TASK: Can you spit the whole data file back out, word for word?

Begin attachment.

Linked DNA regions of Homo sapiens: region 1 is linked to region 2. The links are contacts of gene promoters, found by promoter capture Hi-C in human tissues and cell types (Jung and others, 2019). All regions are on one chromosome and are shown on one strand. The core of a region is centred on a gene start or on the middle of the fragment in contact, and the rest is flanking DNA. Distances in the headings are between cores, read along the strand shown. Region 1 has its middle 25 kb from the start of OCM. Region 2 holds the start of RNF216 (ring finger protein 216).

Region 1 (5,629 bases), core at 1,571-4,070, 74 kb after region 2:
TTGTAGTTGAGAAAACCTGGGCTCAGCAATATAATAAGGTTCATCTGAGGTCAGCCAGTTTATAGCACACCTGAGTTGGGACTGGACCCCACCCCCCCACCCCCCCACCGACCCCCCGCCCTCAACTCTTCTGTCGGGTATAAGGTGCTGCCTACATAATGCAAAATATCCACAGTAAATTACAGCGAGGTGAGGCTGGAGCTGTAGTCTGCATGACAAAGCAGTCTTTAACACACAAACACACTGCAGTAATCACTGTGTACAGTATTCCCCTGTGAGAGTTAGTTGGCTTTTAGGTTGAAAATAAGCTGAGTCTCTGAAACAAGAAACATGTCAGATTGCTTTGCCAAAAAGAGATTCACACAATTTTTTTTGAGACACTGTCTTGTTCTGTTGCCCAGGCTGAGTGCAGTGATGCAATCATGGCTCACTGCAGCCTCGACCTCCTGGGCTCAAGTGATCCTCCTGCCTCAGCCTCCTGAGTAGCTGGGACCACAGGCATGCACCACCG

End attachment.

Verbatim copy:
Linked DNA regions of Homo sapiens: region 1 is linked to region 2. The links are contacts of gene promoters, found by promoter capture Hi-C in human tissues and cell types (Jung and others, 2019). All regions are on one chromosome and are shown on one strand. The core of a region is centred on a gene start or on the middle of the fragment in contact, and the rest is flanking DNA. Distances in the headings are between cores, read along the strand shown. Region 1 has its middle 25 kb from the start of OCM. Region 2 holds the start of RNF216 (ring finger protein 216).

Region 1 (5,629 bases), core at 1,571-4,070, 74 kb after region 2:
TTGTAGTTGAGAAAACCTGGGCTCAGCAATATAATAAGGTTCATCTGAGGTCAGCCAGTTTATAGCACACCTGAGTTGGGACTGGACCCCACCCCCCCACCCCCCCACCGACCCCCCGCCCTCAACTCTTCTGTCGGGTATAAGGTGCTGCCTACATAATGCAAAATATCCACAGTAAATTACAGCGAGGTGAGGCTGGAGCTGTAGTCTGCATGACAAAGCAGTCTTTAACACACAAACACACTGCAGTAATCACTGTGTACAGTATTCCCCTGTGAGAGTTAGTTGGCTTTTAGGTTGAAAATAAGCTGAGTCTCTGAAACAAGAAACATGTCAGATTGCTTTGCCAAAAAGAGATTCACACAATTTTTTTTGAGACACTGTCTTGTTCTGTTGCCCAGGCTGAGTGCAGTGATGCAATCATGGCTCACTGCAGCCTCGACCTCCTGGGCTCAAGTGATCCTCCTGCCTCAGCCTCCTGAGTAGCTGGGACCACAGGCATGCACCACCG